He became involved in the drug life and "started to become more physically aggressive" which led to "multiple arrests, probation and a long-term suspension from school."
A big congrats to Robenson Saint Jean on being named one of the Spirit of the Capital Finalists! <a href="https://twitter.com/hashtag/ocsb?src=hash&ref_src=twsrc%5Etfw">#ocsb</a> <a href="https://twitter.com/NDHS_COPREZ?ref_src=twsrc%5Etfw">@NDHS_COPREZ</a> <a href="http://t.co/We9NrdIBNa">pic.twitter.com/We9NrdIBNa</a>—@NotreDameOCSB
Saint Jean was then sent to a new school where he underwent extensive counselling and began to turn his life around, primarily through football. He eventually transferred to Notre Dame High School in Ottawa and became a standout football player.
According to his bio, he was named an "up-and-coming prospect" by ESPN.
'An all around good child'
CBC News spoke to a mother who grew close to Saint Jean through football.
The woman's two sons also played the game and Saint Jean would often come to her home, which became a safe place for several at-risk-youth, to eat dinner and talk about life. She said he was born in Haiti.
The woman asked that her name be withheld because her workplace prevents her from speaking publicly on the matter.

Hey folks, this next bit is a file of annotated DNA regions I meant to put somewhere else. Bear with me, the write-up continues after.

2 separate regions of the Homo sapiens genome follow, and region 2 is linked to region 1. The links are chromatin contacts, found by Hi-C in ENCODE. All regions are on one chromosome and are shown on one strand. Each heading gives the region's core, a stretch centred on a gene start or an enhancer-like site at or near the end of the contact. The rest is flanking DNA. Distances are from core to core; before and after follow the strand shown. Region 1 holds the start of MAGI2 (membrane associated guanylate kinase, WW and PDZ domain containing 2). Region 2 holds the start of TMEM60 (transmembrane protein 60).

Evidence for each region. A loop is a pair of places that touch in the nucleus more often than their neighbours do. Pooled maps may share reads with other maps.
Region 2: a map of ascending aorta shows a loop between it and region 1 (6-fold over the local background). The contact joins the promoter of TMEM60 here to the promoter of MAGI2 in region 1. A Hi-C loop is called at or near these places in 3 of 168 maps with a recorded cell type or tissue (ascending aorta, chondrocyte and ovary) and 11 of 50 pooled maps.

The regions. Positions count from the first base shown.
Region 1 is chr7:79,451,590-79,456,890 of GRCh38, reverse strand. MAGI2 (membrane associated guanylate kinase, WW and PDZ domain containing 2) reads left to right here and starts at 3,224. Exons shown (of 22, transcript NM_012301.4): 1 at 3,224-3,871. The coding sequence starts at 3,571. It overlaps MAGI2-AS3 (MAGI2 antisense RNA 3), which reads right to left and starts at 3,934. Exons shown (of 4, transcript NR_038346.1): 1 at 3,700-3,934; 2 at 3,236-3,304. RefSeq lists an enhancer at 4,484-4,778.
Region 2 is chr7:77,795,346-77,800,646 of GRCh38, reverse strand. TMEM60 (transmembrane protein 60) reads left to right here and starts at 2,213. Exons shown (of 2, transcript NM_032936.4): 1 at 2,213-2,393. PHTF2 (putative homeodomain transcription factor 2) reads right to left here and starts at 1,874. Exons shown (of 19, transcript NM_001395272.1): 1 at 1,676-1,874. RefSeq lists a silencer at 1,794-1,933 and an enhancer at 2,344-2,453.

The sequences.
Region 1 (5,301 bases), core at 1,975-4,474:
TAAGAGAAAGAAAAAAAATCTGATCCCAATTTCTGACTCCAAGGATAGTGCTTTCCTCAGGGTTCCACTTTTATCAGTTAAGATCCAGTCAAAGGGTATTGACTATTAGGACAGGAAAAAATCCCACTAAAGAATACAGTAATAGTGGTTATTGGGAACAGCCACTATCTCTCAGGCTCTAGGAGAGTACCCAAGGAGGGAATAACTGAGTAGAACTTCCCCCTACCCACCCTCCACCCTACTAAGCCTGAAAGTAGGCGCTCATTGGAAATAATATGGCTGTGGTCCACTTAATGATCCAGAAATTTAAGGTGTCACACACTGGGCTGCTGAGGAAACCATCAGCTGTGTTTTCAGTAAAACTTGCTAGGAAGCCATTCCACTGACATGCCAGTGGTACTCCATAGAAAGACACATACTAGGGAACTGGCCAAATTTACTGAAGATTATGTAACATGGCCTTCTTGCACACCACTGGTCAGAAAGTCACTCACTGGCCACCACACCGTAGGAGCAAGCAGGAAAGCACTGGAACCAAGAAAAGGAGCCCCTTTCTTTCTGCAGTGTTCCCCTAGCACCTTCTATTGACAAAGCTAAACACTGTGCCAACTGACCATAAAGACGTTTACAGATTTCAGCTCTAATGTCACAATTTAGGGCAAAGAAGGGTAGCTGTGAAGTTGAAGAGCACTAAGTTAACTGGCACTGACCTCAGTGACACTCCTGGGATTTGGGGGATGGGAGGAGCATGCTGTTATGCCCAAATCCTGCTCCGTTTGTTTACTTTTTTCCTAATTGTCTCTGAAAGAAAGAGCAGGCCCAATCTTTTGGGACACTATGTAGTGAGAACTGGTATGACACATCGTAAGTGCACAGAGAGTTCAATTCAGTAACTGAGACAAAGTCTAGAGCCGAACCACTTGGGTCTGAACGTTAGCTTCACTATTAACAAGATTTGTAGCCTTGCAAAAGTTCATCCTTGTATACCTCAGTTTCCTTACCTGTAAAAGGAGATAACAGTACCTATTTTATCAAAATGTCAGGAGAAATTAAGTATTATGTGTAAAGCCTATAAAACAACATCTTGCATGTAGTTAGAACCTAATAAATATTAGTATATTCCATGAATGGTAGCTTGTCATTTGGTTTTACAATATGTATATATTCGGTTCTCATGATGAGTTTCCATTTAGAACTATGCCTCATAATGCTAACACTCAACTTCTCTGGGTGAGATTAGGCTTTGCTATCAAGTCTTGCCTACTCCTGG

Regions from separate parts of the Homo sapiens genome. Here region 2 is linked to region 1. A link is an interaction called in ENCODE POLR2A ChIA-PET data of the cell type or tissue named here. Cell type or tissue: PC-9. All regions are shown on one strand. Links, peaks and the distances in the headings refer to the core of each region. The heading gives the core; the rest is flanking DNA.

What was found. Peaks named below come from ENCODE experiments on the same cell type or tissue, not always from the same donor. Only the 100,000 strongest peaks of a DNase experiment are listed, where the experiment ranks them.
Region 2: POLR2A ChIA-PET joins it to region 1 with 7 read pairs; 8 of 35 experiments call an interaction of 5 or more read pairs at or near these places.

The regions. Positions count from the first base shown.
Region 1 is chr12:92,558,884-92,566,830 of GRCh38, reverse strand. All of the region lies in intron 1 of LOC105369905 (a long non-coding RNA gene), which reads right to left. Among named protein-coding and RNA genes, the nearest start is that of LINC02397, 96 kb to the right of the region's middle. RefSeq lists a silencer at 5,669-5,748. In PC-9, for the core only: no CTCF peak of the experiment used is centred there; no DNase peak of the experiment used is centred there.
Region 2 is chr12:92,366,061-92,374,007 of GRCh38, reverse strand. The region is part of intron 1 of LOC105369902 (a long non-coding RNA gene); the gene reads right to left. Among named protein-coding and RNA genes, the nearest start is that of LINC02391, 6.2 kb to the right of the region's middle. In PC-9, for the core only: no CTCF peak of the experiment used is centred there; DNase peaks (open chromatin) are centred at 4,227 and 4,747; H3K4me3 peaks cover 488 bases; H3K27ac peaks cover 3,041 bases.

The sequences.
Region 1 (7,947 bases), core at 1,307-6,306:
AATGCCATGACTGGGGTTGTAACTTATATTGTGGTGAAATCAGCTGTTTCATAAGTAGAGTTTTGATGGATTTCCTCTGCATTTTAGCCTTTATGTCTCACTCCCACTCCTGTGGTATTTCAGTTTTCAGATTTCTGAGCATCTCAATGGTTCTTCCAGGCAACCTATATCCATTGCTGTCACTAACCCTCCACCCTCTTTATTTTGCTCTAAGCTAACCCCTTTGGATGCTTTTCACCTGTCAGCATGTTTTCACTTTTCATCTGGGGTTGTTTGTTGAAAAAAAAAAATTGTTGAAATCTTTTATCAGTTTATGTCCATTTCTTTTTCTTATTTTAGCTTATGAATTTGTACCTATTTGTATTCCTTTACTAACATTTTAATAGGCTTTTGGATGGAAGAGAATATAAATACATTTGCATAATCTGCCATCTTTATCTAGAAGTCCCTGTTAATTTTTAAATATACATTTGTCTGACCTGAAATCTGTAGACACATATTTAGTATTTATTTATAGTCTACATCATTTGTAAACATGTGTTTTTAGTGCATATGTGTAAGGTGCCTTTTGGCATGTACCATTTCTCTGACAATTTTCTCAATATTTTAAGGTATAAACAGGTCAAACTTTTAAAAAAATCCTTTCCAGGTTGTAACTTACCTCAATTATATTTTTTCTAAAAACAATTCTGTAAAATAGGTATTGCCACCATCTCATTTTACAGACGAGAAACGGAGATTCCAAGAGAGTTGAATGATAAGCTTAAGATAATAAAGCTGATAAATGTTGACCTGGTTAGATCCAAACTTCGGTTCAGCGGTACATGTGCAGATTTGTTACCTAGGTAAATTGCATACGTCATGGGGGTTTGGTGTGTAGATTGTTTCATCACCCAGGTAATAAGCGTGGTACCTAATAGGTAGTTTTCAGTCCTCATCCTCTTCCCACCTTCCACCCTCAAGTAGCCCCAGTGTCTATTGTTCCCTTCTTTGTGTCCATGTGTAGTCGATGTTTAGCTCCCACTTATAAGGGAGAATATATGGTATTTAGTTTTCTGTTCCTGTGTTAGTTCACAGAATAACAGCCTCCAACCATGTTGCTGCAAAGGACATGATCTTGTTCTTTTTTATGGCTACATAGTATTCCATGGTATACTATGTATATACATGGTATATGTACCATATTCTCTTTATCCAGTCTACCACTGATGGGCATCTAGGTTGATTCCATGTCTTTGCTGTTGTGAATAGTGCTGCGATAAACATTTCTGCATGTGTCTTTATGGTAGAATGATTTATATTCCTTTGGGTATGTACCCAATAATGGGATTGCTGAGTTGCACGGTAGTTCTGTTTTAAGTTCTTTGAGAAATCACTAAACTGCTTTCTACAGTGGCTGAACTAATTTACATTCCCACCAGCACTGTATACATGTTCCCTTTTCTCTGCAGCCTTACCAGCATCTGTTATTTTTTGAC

She said she remained in touch with Saint Jean after he left football and last communicated with him through online messaging on the Wednesday evening before his death.
She said he wrote her, "Hey mama how are you doing" and that he was touching base and that everything was good.
"He didn't really come from a very good background," she said. "Playing football is what gave him a home and a spot where he could achieve something."
She remembers once, when Saint Jean was playing pee wee football, he ran 10 kilometres to practice because he missed his bus.
"That is how dedicated he was to it,' she said. "He excelled as a role model. He was never disrespectful. He was just an all around good child, from the child we knew of him."
But football ended after high school and he never went on to play in university, said the football mother.
"It's heartbreaking," she said.
She said he's the fifth young man she knows from Ottawa who walked the same path and is now dead.
"This was not a gangster kid who grew up hustling," she said. "He had a hard childhood; life threw a wrench at him."